A pair of Swatch brand watches Swatch Group

Swatch Takes on Google, Apple With New Watch OS

Switzerland’s four-century-old watch industry has been adjusting to new competition since Apple Inc. entered the territory two years ago. Is there room for a third operating system?

Swatch Group AG said it’s developing an alternative to the iOS and Android operating systems for smartwatches, with Switzerland’s largest maker of timepieces vying with Silicon Valley for control of consumers’ wrists.

The company’s Tissot brand will introduce a model around the end of 2018 that uses the Swiss-made system, which will also be able to connect small objects and wearables, Swatch CEO Nick Hayek said in an interview Thursday. The technology will need less battery power and it will protect data better, he said later at a press conference.

Switzerland’s four-century-old watch industry has been adjusting to new competition since Apple Inc. entered its territory with the Apple Watch in 2015. Hayek faces the uphill challenge of trying to outsmart Google and Apple, which have fended off would-be rivals to their operation systems in smartphones and watches. Hayek’s strategy contrasts with that of LVMH watch CEO Jean-Claude Biver, who earlier this week unveiled an upgraded TAG Heuer smartwatch the brand developed with Google and Intel Corp.

Competition from smartwatches has hurt low-end timepieces the most, and Hayek has been adding electronic functions into Swatch’s own less expensive brands such as Tissot and its namesake timepieces. This month, Swatch said it developed the world’s smallest Bluetooth chip for use in watches and household objects.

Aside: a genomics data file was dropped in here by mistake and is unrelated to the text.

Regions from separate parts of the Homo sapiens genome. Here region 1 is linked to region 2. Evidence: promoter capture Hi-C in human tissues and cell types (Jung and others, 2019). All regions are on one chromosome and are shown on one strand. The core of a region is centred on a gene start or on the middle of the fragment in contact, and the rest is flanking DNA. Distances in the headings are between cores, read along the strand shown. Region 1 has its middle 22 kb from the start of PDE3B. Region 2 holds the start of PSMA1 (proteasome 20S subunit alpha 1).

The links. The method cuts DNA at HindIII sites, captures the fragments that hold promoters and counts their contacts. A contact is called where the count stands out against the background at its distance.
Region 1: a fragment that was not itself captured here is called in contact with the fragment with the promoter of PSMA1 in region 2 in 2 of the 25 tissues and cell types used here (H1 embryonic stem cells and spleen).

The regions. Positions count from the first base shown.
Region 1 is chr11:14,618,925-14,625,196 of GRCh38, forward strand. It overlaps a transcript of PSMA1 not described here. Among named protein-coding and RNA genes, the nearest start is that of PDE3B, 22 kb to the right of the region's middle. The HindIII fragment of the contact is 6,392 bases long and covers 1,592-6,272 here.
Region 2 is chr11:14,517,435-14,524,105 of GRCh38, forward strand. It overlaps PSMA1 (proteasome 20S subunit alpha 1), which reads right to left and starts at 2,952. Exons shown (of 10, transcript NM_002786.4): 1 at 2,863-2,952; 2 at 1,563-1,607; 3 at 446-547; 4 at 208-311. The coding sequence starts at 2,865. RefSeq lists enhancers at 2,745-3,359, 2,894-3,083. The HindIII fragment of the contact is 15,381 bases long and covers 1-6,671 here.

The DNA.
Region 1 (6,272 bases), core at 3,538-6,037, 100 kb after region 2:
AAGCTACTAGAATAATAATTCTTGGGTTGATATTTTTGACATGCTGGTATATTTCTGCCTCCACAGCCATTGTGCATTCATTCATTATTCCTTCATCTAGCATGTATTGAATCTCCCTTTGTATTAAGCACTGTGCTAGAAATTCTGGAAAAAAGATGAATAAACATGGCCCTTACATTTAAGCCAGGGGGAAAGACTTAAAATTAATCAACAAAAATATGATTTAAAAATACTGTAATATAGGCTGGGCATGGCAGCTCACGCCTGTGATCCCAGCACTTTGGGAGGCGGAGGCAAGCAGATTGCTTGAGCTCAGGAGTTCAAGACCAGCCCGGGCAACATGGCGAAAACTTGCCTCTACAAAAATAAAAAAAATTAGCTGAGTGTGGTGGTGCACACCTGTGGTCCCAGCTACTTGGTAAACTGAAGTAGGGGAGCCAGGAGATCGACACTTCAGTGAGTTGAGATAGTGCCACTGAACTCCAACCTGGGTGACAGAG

Swatch’s approach will work better because it’s trying to “think small” as one of the bigger problems for wearable devices is battery drainage, Hayek said: “There’s a possibility for wearables to develop as a consumer product, but you have to miniaturize and have an independent operating system.”

Shares of Swatch rose 1.6% as of 2:20 p.m. in Zurich, giving the company a market value of 19.4 billion francs ($19.49 billion).

“I’m not convinced,” said Luca Solca, an analyst at Exane BNP Paribas who follows the luxury industry. “People use smartwatches expecting to use the same apps they have on their mobiles. A proprietary operating system defeats the object.”

Swatch is willing to supply third parties with the operating system, which has been developed with the Swiss Center for Electronics and Microtechnology, a university specialized in miniaturization, Hayek said. The company has received about 100 requests for more information, with half coming from smaller Silicon Valley companies that don’t want to be dependent on Android and iOS, he added.

Separately, Tissot has yet to start selling its Smart Touch smartwatch, according to Francois Thiebaud, head of that brand. He said last year the solar-powered watch would be available during 2016, and that it would be connectable to Android and Apple smartphones. It also would have functions such as showing the weather and helping the wearer find lost keys.

Separately, Swatch forecast a rebound in U.S. and European markets as it published its annual report. Hayek said revenue could increase about 7% to 9% this year.

By Corinne Gretler

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